In FIG. 7' upwardly beyond the drill portion 52 is shown a second tool 54 having teeth 55 and disposed in a slotted hole 53 provided along the shank 51. The tool portion 54 is operative to further shape the hole drilled by the drill portion 52 such as to provide a slot therein to serve as a retaining means for a key or guide when a further device is assembled with the work and protrudes into the hole drilled by portion 52 of the tool. The toothed tool portion 54 may define, for example, teeth of a device such as a broach operative to cut the hole and slot same after the tool 50 has completed its drilling operation and has been stopped with the teeth 55 aligned with that portion of the hole to be slotted thereby. Upon predeterminedly prepositioning the teeth 55 of the broach or slotting portion 54 with the work, the tool 50 is thereafter longitudinally moved without rotation in a manner to cause the cutting edges of the teeth 55 to cut a slotted hole in the wall of the hole in the workpiece provided by the drill portion 52. The automatic control means described hereafter may be utilized for controlling rotation of the tool 50 and prepositioning same with the teeth of portion 54 predeterminedly aligned with the hole in the workpiece and thereafter advanced into said hole in a single pass or advanced and retracted a plurality of times in simulating the operation of a conventional broach to provide a channel or slot in said hole of predetermined depth and dimension for holding a key or other device associated with a shaft, pin or fastener inserted into said workpiece hole.

The tool portion 54 may be welded, brazed or otherwise secured in the slotted hole 53 which extends longitudinally along the shank 5i upwardly beyond the drill portion 52. In FIG. 7 a small set screw 56 is shown extending through and recessed in a counter bored hole 57 which extends radially through the shank S1 to the slotted hole 53. The set screw threadably engages a similarly threaded hole in the rear face of the base member 54 and, upon tightening, tensionally draws said member into the slotted hole 53 in the shank 51 to securely hold same in place.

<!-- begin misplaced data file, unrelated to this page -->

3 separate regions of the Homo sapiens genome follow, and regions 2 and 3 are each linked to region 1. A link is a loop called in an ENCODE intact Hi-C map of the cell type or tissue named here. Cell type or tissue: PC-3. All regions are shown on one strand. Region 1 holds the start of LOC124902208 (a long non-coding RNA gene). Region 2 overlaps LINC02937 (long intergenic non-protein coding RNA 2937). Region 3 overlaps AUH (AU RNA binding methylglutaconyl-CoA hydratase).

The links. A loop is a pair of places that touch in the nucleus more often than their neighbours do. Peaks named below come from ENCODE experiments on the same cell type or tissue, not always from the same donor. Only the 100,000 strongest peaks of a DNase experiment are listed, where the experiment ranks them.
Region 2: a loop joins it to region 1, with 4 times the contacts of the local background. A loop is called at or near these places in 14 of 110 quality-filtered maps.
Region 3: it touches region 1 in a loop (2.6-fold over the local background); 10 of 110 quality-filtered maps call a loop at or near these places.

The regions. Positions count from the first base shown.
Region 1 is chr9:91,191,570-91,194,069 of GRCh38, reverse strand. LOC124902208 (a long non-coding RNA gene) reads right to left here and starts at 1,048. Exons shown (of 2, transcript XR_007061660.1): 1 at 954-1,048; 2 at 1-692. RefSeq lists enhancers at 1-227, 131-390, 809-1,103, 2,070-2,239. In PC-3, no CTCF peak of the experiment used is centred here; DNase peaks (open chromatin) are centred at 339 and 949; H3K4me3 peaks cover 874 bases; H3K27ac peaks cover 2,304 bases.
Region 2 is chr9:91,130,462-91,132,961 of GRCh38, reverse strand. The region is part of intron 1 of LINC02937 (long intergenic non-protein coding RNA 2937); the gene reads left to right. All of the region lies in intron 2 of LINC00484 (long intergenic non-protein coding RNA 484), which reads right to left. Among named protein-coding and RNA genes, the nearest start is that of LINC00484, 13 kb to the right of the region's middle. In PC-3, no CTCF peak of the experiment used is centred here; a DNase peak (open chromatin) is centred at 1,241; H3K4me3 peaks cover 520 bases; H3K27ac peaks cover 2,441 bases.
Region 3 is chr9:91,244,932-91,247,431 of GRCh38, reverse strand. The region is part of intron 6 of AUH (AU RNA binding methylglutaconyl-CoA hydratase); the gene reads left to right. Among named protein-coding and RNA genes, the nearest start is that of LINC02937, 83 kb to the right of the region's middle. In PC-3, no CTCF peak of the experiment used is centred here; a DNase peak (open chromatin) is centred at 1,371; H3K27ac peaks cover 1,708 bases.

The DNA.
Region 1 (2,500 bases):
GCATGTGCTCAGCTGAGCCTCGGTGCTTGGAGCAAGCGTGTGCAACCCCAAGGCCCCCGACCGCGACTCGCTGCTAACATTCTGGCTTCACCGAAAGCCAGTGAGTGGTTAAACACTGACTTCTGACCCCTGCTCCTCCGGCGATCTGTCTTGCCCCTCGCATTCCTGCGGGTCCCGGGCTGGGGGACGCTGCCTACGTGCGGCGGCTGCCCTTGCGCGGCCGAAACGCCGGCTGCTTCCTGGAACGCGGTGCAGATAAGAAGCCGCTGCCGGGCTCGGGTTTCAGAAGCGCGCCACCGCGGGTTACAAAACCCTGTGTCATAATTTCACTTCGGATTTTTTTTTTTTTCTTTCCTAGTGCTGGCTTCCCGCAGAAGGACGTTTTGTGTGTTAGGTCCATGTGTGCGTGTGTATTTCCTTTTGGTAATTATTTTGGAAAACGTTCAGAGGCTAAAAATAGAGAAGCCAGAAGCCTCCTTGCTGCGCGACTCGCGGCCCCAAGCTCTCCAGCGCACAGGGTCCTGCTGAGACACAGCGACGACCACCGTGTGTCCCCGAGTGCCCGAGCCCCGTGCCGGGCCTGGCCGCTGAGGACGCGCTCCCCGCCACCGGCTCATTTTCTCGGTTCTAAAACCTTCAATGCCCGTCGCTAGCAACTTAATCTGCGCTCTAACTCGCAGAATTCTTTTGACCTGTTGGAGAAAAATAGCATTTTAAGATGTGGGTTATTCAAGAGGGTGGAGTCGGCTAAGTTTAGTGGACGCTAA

In another form of the embodiment illustrated in FIG. 7', it is noted that the teeth 55 may be formed of the same material of which shank 51 is formed thereby eliminating the need to assemble a plurality of components. The shank 51,.inc-luding the drill portion 52 and teeth 55 which extend longitudinally along a predetermined portion of the upper shank, may be made of tool steel or other suitable hard metal composition or a ceramic material of suitable hardness such as tungsten carbide, boron nitride, titanium carbide or the like. It may also be made of metal with the cutting portions thereof flame sprayed or otherwise coated with a hard material as hereinafter described. It is also noted that the structure illustrated in FIG. 7 may be modified as hereinbefore described whereby the toothed tool portion 54 or broach may be provided along the shank of a tap or a combination drill and tap at a location such that it may be used to cut a slotted channel in 6 the wall of a hole which has previously been tapped thereby or otherwise machine said hole.

The hereinbefore described multiple purpose combination drilling devices are preferably associated with special tooling and power means which is operatively to rotate the tool at a first speed as it is predeterminedly advanced so as to permit the drill to first drill a hole partially or completely through the work, and to thereafter vary in its operative characteristics in one or more operational modes thereof to perform one or more of the described opera tins of dimpling, countersinking, counterboring, thread tapping, punching, deburring or other suitable operations following or effected concurrently with drilling. Apparatus 59 for utilizing one or more of the devices of FIGS. 1 to 7 is shown in FIG. 8 as retaining a multiple purpose tool 60 which represents any of the hereinbefore described tools and includes drill portion 60a and a second portion 60b operative to perform one or more of the described secondary operations following and/ or concurrently with drilling.